Radiation resistant plastics 

Depending on the application, plastics can come into contact with different types of radiation, which under certain circumstances can have radiation effects on polymers. The spectrum of electromagnetic radiation ranges from radio waves, with a longer wavelength, through normal day light, with its short wavelength UV radiation, to extremely short wavelength X and gamma rays. The shorter the wavelength of radiation, the higher the susceptibility of a plastic to damage.

Electromagnetic radiation

Electromagnetic radiation is a form of radiation that includes visible light, radio waves, gamma rays, and X-rays, in which electric and magnetic fields vary simultaneously. The dissipation factor is an important characteristic to be considered in situations where plastics may potentially be exposed to such electromagnetic waves. It describes the proportion of energy that can be absorbed by the plastic â€“ otherwise known as polymer radiation absorption. Specific attention should be paid to plastics with a high dissipation factor, as they are less suitable for use in high-frequency and microwave insulating applications. The following plastic materials have been proven to have greater resistance to electromagnetic radiation:  

Ionizing radiation

Ionizing radiation consists of particles such as X-rays or gamma rays that have sufficient energy to cause ionization in the medium through which it passes. Ionization occurs when tightly bound electrons are removed from the orbit of an atom, causing the atom to become charged. An understanding of radiation technology for polymers can be necessary for applications in medical diagnostics, radiation therapy, sterilization of articles and in test instrumentation, as well as in radioactive and other radiant environments. The high energy radiation in these applications often leads to a decrease in the elongation characteristics and the development of brittleness in a polymer.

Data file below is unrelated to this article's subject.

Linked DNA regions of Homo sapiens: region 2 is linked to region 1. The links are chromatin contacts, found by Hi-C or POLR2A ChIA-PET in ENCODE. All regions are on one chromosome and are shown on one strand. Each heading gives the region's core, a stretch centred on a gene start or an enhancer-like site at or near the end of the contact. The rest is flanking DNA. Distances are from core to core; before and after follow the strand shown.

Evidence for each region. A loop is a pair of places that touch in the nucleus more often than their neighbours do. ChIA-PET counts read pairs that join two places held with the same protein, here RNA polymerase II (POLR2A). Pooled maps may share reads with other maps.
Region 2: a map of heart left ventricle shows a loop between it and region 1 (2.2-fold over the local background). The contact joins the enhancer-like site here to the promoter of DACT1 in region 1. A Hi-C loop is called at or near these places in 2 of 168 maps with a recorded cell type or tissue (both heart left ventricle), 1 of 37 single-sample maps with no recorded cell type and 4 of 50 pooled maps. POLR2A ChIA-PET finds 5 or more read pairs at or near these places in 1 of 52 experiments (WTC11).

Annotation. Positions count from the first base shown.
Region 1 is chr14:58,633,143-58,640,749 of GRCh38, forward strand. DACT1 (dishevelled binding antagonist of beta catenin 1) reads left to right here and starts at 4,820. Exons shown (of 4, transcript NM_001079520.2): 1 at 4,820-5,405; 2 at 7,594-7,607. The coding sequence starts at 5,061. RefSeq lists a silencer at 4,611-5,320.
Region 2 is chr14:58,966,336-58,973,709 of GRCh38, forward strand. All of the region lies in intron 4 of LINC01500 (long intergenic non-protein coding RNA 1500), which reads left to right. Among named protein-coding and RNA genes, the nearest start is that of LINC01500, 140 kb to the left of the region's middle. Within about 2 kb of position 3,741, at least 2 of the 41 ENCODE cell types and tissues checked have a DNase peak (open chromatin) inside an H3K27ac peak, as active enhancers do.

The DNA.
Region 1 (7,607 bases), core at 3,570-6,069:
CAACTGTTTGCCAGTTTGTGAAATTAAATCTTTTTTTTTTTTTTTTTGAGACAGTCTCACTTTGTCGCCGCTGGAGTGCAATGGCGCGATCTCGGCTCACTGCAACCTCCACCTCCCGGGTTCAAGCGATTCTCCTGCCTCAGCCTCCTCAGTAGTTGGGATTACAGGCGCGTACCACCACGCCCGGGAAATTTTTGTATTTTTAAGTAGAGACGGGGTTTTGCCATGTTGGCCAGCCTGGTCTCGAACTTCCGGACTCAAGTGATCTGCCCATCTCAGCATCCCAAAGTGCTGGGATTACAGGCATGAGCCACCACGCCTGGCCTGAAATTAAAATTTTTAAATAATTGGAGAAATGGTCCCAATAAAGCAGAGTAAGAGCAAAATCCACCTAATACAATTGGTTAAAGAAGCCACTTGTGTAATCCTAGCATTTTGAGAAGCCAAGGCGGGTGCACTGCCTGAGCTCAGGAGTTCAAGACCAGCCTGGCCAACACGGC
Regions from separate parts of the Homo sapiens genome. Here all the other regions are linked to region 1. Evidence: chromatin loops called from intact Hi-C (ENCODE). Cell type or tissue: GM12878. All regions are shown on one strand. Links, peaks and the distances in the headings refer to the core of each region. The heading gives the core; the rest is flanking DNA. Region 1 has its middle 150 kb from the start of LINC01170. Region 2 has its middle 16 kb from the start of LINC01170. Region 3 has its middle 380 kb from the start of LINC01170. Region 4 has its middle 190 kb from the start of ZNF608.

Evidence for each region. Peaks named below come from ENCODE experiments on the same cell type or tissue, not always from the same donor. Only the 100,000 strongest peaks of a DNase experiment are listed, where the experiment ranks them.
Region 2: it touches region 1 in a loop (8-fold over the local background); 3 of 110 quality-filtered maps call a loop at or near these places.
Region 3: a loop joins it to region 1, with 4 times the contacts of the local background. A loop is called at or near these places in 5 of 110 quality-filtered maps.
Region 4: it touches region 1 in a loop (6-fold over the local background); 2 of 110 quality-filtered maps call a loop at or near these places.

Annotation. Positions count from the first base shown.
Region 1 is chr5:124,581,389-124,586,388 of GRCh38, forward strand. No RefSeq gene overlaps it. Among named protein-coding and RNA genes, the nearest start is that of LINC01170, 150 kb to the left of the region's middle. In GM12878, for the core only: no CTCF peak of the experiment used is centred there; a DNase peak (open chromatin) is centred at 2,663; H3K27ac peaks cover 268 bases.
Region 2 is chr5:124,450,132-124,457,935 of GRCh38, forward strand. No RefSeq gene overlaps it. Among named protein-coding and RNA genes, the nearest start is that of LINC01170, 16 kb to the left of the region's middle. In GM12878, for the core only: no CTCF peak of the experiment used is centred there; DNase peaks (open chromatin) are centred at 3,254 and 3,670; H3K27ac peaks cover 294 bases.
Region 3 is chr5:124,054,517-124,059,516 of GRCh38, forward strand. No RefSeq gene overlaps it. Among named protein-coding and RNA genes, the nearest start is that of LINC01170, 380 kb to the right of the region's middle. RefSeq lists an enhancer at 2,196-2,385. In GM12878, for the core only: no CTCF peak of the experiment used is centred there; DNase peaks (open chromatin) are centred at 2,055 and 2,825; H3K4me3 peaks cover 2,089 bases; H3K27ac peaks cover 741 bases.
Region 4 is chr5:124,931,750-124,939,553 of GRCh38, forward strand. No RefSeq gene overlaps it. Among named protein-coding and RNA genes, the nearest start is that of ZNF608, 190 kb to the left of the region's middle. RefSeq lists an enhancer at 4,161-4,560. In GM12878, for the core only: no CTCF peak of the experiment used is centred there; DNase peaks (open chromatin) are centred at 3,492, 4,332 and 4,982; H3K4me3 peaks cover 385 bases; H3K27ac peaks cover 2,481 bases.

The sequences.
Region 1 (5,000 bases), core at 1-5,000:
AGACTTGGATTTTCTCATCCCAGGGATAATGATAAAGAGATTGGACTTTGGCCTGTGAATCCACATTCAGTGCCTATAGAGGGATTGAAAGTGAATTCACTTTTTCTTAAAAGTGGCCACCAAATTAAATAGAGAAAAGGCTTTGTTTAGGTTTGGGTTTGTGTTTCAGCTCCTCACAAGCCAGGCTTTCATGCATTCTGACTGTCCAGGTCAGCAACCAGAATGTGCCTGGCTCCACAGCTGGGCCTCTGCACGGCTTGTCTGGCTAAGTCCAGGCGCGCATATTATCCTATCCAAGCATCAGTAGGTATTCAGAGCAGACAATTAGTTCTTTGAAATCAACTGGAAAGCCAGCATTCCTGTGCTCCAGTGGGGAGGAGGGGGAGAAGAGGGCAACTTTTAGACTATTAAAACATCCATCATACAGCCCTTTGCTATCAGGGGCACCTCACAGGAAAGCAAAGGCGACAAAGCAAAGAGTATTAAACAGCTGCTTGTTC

The overall service life of a plastic is dependent on the total amount of radiation absorbed. Materials like PEEK and polyimide show good resistance against gamma radiation and X-rays. By contrast, PTFE and POM are very sensitive and are therefore less suitable for applications that involve exposure to radiation.

The illustration below provides an overview of which are the most radiation resistant polymers within the Ensinger shapes portfolio. Here you can see a full list of radiation resistant plastics and evaluate, for instance, PEEK radiation resistance vs. PTFE radiation resistance. Information relating to the resistance of plastics should only be considered as a point of reference, as different parameters play a co-determining role (geometry, dose rate, mechanical stress, temperature or ambient medium). Actual testing for your specific application is always recommended.

Ultraviolet radiation

Weather influences, but in particular UV radiation in outdoor applications, can have a negative impact on the optical and mechanical properties of plastics. Black colouration of plastics is a good way of protecting them against the influence of weather. Otherwise, the material group of fluorinated polymers such as PTFE and PVDF demonstrate particularly good UV stability in their natural state. Click here to find out more ...